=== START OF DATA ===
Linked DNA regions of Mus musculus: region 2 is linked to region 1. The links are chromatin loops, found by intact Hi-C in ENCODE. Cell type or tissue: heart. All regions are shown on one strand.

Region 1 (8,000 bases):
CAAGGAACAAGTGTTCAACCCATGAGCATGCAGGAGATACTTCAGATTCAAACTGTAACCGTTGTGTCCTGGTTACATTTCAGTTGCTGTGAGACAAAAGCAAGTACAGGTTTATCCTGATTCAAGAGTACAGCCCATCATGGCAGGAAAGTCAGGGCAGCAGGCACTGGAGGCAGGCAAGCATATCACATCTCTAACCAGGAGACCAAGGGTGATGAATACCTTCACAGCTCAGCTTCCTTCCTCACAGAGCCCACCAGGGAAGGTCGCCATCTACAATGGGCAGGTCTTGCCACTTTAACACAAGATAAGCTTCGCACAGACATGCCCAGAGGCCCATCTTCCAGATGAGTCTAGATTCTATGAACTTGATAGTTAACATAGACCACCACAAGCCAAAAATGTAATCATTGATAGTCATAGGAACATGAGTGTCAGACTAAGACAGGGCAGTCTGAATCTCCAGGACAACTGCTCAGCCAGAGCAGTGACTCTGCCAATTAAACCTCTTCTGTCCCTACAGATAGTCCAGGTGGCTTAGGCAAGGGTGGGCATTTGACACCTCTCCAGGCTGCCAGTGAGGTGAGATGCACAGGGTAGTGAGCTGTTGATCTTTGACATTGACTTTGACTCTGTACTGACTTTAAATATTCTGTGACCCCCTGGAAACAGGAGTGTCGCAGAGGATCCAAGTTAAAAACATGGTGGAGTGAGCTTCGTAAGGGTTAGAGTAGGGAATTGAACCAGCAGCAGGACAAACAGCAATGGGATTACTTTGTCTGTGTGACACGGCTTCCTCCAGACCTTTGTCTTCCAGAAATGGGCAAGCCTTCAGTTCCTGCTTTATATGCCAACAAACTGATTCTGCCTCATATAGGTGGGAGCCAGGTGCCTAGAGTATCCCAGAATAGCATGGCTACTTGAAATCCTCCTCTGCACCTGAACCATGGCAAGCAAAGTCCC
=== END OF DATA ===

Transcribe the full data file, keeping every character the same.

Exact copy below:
Linked DNA regions of Mus musculus: region 2 is linked to region 1. The links are chromatin loops, found by intact Hi-C in ENCODE. Cell type or tissue: heart. All regions are shown on one strand.

Region 1 (8,000 bases):
CAAGGAACAAGTGTTCAACCCATGAGCATGCAGGAGATACTTCAGATTCAAACTGTAACCGTTGTGTCCTGGTTACATTTCAGTTGCTGTGAGACAAAAGCAAGTACAGGTTTATCCTGATTCAAGAGTACAGCCCATCATGGCAGGAAAGTCAGGGCAGCAGGCACTGGAGGCAGGCAAGCATATCACATCTCTAACCAGGAGACCAAGGGTGATGAATACCTTCACAGCTCAGCTTCCTTCCTCACAGAGCCCACCAGGGAAGGTCGCCATCTACAATGGGCAGGTCTTGCCACTTTAACACAAGATAAGCTTCGCACAGACATGCCCAGAGGCCCATCTTCCAGATGAGTCTAGATTCTATGAACTTGATAGTTAACATAGACCACCACAAGCCAAAAATGTAATCATTGATAGTCATAGGAACATGAGTGTCAGACTAAGACAGGGCAGTCTGAATCTCCAGGACAACTGCTCAGCCAGAGCAGTGACTCTGCCAATTAAACCTCTTCTGTCCCTACAGATAGTCCAGGTGGCTTAGGCAAGGGTGGGCATTTGACACCTCTCCAGGCTGCCAGTGAGGTGAGATGCACAGGGTAGTGAGCTGTTGATCTTTGACATTGACTTTGACTCTGTACTGACTTTAAATATTCTGTGACCCCCTGGAAACAGGAGTGTCGCAGAGGATCCAAGTTAAAAACATGGTGGAGTGAGCTTCGTAAGGGTTAGAGTAGGGAATTGAACCAGCAGCAGGACAAACAGCAATGGGATTACTTTGTCTGTGTGACACGGCTTCCTCCAGACCTTTGTCTTCCAGAAATGGGCAAGCCTTCAGTTCCTGCTTTATATGCCAACAAACTGATTCTGCCTCATATAGGTGGGAGCCAGGTGCCTAGAGTATCCCAGAATAGCATGGCTACTTGAAATCCTCCTCTGCACCTGAACCATGGCAAGCAAAGTCCC